It may be 100 years old, but plenty of new adventures await along the Lariat Loop.
—Illustration by Michael Byers
In the early 1900s, Denver planners established a mountain parks system 12 miles west of the city limits; in 1914, they added the 4.6-mile Lariat Trail Scenic Mountain Drive for automobile touring. Some called the concept crazy. We call it prophetic: Today, the system’s 14,000 acres, spread across four counties, are visited by about two million people annually—and that original road has morphed into the 40-mile Lariat Loop National Scenic Byway. Celebrate our city planners’ foresight with a summertime tour.
Add one more jam session to your summer calendar: the Golden Music Festival (June 13 to 15). Catch bluegrass and folk acts from along the Front Range—including Finnders & Youngberg, Jeff Scroggins & Colorado, and the Railsplitters—onstage at Golden’s Clear Creek History Park while sipping pours from Mountain Toad Brewing, Golden Moon Distillery, and Stem Ciders.
Birds aren’t the only creatures filling the skies over Lookout Mountain. On weekend days, dozens of paragliders join the aerial display. And so can you: Catch some air, an adrenaline bump, and views that extend from Denver all the way to Rocky Mountain National Park with a tandem flying experience courtesy of Colorado Paragliding.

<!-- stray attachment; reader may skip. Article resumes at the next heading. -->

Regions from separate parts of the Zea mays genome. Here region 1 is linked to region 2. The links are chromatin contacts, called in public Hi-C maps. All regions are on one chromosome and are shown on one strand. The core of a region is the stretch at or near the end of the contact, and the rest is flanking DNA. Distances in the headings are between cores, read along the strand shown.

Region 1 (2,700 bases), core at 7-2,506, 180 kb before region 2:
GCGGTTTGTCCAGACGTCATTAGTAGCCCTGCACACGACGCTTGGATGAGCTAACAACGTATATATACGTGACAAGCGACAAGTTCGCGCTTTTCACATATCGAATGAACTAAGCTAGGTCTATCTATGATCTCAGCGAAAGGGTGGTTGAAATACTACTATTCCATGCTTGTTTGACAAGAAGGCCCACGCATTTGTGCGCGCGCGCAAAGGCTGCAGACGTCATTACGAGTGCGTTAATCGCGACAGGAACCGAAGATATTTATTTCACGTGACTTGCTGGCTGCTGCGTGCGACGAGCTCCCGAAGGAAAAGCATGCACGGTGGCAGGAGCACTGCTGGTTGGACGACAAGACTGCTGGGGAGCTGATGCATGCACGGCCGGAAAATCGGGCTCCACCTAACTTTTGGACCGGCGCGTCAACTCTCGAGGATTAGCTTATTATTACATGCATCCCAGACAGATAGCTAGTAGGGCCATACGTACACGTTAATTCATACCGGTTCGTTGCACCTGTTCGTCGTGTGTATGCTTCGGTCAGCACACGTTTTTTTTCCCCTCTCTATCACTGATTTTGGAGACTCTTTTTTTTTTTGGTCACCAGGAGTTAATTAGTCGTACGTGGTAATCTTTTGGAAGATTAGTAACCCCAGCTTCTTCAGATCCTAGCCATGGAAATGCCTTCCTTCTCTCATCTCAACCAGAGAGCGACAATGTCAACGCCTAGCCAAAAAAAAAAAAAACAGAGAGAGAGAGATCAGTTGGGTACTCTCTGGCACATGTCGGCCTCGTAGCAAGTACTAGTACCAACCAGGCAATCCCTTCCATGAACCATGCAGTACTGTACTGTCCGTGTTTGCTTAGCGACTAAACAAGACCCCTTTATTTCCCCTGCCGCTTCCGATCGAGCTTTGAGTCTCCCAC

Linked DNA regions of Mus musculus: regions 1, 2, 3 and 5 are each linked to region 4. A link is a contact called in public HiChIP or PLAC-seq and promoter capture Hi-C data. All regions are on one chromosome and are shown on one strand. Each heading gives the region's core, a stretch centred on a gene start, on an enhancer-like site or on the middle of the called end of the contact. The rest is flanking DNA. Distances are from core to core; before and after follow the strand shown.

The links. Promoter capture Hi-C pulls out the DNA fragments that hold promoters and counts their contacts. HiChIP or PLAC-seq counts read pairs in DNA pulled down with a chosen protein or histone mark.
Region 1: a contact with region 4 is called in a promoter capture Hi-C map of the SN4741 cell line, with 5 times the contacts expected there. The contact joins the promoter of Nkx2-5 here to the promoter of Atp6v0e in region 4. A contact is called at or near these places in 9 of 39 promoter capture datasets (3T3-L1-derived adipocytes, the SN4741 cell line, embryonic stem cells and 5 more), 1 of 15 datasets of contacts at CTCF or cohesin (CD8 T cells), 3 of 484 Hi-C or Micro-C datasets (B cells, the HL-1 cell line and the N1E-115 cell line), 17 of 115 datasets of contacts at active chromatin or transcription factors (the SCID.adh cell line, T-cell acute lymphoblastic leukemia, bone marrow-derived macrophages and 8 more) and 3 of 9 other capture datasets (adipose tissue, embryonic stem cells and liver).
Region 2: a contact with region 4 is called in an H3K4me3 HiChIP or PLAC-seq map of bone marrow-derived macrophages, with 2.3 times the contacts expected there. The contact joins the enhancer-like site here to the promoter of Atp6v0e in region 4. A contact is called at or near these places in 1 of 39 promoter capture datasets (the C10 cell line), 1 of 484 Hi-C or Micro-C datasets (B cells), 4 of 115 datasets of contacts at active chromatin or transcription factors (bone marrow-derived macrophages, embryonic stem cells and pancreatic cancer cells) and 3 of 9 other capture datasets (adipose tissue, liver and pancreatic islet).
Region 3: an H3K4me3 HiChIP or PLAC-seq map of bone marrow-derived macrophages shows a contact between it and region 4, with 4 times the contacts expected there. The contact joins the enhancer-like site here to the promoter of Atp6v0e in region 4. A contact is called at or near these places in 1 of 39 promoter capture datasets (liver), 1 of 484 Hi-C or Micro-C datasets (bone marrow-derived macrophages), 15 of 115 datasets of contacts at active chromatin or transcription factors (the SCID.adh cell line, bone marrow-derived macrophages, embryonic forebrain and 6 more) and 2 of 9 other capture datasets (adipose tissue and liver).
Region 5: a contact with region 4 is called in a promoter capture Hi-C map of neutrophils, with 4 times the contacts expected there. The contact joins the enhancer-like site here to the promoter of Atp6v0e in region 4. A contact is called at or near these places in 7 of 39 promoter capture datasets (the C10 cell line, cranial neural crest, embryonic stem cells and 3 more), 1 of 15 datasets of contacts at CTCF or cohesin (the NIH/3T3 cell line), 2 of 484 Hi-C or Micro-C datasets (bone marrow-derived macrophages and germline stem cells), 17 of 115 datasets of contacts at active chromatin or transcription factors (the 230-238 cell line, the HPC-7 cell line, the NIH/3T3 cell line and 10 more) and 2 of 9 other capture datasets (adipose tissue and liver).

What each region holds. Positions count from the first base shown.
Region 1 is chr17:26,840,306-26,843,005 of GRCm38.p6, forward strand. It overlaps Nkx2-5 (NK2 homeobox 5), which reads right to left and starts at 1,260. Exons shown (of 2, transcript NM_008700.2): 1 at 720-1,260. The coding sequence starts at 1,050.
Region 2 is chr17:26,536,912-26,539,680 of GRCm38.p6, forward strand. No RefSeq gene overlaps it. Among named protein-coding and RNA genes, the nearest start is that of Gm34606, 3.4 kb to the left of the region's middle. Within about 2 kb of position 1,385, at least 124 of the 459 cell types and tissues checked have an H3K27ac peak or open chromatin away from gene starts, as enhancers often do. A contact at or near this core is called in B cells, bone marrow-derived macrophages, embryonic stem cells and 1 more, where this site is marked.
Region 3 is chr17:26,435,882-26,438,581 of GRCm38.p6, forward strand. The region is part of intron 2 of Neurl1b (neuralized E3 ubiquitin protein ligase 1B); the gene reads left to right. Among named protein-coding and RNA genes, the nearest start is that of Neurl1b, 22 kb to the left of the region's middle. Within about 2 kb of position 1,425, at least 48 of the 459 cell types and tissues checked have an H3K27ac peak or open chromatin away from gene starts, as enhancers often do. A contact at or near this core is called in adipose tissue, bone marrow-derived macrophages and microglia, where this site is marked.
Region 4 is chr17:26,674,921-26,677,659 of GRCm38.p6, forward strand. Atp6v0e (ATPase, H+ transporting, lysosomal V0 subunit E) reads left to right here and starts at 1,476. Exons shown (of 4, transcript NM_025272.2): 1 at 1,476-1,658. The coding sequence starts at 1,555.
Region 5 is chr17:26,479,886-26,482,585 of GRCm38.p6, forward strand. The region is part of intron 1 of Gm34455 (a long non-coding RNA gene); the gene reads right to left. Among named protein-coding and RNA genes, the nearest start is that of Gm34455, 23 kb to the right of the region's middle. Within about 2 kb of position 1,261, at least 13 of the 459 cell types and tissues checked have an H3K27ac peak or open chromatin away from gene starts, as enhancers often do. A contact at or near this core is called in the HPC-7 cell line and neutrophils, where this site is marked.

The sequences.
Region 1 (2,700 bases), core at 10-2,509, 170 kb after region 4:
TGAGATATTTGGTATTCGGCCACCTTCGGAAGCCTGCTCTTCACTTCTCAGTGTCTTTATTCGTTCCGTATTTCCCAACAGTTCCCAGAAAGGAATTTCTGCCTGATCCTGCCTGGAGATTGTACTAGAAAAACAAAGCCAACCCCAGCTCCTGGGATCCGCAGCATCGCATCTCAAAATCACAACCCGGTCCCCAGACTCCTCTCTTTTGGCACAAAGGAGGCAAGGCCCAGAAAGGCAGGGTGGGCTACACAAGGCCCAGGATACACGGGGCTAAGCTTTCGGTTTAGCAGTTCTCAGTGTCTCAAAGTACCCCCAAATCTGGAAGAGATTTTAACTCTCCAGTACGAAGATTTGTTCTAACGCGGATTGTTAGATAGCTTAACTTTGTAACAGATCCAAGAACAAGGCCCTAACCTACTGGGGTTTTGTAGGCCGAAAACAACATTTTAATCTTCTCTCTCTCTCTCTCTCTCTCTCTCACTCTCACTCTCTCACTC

Evergreen residents and renowned artists Tom Ware and Laura Mehmert are just two of the 24 sculptors from around the country who have contributed 29 permanent works to the town. Consider them extra eye candy during Evergreen’s Art for the Mountain Community Sculpture Walk on June 7, which comprises 15 new pieces—all of which are for sale. Don’t forget to cast your ballot for the People’s Choice Award.
Forget four wheels: Circling the loop in Lycra is a summer must-do. Or take a shortcut and power up Lookout Mountain’s 1,500 vertical feet, brave I-70 traffic (from the shoulder, of course) for 1.5 miles, then plummet down craggy Bear Creek Canyon before finishing on a stiff 3.5-mile ascent with magnificent views of Red Rocks. Begin and end at the “dinosaur lots” located off the Morrison exit along I-70.
There are no snowcapped peaks or high alpine lakes to see here, but one of the state’s most stunning views blossoms in early June from the southern cliffs of Morrison Slide Trail (which starts in Matthews/Winters Park). Look south to see the foothills—in striking shades of green thanks to early summer rains—and glimpse the rust-colored sandstone remnants of the inland seaway that once flowed here.
Photo ops of mule deer, red foxes, coyotes, and herds of elk abound in places like Apex and Elk Meadow parks. Spot red-tailed hawks nesting in Bear Creek Canyon; bald eagles and ospreys hover near Evergreen Lake. Also keep an eye out for the Abert’s squirrel and its rabbitlike ears near the ponderosa pine forest around Lookout Mountain.